They're the same pressures. They just manifest differently.
I reject the individualist West vs. collectivist Orient dichotomy. I think it's a foolish assumption that leads to many false conclusions. While there is some truth to the observation that Westerners are more likely to complain when they feel their rights
have been violated, such observations are quite limited. In actual social practice, it means that Westerners are expected to pay more attention to one another's rights and boundaries. There is are expectations of conscientiousness that must be maintained in
Western culture which simply would not be practical in most of Asia because of population density issues.
Foucalt's panopticon comes to mind.
What's more is that even those Westerners who are free to do whatever, man are not entirely rejecting the concept of 面子. Actually, playing facelessness is just a kind of mask. They're actually pretending not to care what other people think in order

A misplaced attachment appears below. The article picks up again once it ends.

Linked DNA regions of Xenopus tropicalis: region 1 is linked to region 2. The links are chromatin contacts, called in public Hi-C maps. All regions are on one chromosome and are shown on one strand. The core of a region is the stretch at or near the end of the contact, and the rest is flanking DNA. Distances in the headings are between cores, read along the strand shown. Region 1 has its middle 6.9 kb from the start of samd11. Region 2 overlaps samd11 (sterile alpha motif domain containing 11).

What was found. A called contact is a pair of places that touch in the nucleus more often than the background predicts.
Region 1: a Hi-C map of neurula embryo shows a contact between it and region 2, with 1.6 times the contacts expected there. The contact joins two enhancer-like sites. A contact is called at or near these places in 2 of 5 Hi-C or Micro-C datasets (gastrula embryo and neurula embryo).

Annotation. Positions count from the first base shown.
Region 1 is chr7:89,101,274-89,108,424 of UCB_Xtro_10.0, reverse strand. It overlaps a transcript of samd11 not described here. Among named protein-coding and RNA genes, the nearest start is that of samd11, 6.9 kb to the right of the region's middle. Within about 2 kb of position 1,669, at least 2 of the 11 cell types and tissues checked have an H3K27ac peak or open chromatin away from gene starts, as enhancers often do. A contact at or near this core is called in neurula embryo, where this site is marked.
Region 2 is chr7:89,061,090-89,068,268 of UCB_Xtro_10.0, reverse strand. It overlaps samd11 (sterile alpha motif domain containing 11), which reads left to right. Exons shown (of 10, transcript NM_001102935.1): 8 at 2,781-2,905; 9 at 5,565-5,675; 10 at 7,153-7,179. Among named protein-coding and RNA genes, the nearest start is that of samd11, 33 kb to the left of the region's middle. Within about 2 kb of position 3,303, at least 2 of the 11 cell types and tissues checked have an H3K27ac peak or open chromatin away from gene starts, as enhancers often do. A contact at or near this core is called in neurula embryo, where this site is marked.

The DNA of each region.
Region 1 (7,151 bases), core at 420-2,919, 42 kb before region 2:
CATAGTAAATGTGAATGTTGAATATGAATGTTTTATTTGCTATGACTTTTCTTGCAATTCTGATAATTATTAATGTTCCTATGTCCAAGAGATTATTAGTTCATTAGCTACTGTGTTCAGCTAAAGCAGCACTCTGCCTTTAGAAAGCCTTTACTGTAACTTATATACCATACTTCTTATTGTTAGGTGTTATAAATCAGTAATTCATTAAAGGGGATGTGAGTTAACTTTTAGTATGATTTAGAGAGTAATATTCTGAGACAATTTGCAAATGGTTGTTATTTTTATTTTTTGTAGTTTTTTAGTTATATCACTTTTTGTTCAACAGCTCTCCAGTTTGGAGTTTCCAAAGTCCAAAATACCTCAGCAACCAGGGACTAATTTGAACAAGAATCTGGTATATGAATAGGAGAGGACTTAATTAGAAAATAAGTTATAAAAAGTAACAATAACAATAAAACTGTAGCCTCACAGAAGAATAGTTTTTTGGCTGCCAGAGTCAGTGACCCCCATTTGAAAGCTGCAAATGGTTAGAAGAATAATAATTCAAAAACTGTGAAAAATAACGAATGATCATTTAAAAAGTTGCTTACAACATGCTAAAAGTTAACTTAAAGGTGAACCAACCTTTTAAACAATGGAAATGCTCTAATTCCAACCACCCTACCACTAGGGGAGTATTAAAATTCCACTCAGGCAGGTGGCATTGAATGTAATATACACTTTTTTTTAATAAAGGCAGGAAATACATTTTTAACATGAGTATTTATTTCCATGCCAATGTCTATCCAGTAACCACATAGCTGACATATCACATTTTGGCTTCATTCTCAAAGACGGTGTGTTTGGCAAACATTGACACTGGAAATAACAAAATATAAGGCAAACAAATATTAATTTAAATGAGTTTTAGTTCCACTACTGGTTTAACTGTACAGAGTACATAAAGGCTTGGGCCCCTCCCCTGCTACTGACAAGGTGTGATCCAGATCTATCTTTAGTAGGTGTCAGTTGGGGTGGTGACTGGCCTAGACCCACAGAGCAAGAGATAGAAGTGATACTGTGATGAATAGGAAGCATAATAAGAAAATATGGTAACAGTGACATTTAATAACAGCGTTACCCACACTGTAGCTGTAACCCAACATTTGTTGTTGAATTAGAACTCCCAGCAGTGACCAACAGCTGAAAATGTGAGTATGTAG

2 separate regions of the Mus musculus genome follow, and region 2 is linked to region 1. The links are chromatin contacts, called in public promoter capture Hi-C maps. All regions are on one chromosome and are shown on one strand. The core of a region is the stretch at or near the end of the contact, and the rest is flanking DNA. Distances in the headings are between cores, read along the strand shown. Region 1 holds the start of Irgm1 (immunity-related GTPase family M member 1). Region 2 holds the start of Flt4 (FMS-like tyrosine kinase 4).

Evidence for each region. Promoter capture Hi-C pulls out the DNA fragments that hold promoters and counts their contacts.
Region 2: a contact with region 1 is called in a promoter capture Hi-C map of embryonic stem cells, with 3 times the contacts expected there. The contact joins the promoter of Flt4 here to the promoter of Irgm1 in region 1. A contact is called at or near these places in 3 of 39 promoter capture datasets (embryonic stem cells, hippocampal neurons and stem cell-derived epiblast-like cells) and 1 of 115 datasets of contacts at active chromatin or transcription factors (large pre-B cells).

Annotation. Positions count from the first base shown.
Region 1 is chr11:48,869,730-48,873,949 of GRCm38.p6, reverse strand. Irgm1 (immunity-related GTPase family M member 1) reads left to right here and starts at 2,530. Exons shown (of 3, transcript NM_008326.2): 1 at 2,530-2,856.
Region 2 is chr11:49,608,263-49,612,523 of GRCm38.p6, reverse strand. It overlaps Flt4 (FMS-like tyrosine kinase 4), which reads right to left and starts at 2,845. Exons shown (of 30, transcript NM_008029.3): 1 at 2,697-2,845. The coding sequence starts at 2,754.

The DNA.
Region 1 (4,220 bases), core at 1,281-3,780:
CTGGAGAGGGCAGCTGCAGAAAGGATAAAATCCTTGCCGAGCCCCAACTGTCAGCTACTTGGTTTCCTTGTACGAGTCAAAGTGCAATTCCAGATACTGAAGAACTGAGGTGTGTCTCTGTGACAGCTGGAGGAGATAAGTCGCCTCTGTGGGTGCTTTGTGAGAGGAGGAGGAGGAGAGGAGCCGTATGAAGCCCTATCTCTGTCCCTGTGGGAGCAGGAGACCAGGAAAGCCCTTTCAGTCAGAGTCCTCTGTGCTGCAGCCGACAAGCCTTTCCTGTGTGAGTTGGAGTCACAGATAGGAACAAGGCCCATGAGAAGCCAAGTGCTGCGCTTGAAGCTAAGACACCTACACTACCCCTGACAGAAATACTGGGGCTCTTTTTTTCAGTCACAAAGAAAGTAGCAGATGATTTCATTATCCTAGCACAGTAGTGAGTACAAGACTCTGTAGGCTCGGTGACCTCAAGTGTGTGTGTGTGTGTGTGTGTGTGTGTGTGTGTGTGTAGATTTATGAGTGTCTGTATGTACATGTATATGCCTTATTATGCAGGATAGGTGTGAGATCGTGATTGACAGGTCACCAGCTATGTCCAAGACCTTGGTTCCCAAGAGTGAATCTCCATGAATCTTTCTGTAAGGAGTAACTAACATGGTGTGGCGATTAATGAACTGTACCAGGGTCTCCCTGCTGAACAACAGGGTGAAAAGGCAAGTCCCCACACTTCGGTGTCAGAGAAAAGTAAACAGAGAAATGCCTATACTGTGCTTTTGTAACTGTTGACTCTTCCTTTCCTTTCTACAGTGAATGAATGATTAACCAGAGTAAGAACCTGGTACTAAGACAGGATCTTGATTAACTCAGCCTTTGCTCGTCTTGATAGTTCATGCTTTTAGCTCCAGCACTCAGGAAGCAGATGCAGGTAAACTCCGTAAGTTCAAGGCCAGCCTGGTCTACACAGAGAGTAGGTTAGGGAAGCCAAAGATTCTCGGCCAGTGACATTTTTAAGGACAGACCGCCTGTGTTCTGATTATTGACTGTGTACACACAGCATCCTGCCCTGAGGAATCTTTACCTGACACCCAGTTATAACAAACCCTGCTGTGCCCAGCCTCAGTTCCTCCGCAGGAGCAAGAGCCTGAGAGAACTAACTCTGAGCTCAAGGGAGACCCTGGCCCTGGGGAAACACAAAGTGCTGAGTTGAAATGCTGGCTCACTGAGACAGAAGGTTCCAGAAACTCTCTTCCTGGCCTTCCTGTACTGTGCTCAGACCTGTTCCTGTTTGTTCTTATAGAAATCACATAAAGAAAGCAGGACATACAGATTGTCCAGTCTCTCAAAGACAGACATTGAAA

to enhance their status, prestige, and reputation in other ways, or with different audiences. It's not just an individualist attitude; courage, honesty, straightforwardness are valued highly in
On one hand, Westerners must be very careful not to trespass on other people's rights, but then they're also expected to act like they're doing this in a naturally cool manner without actually thinking about it.
And don't even get me started on the additional pressures imposed by religion.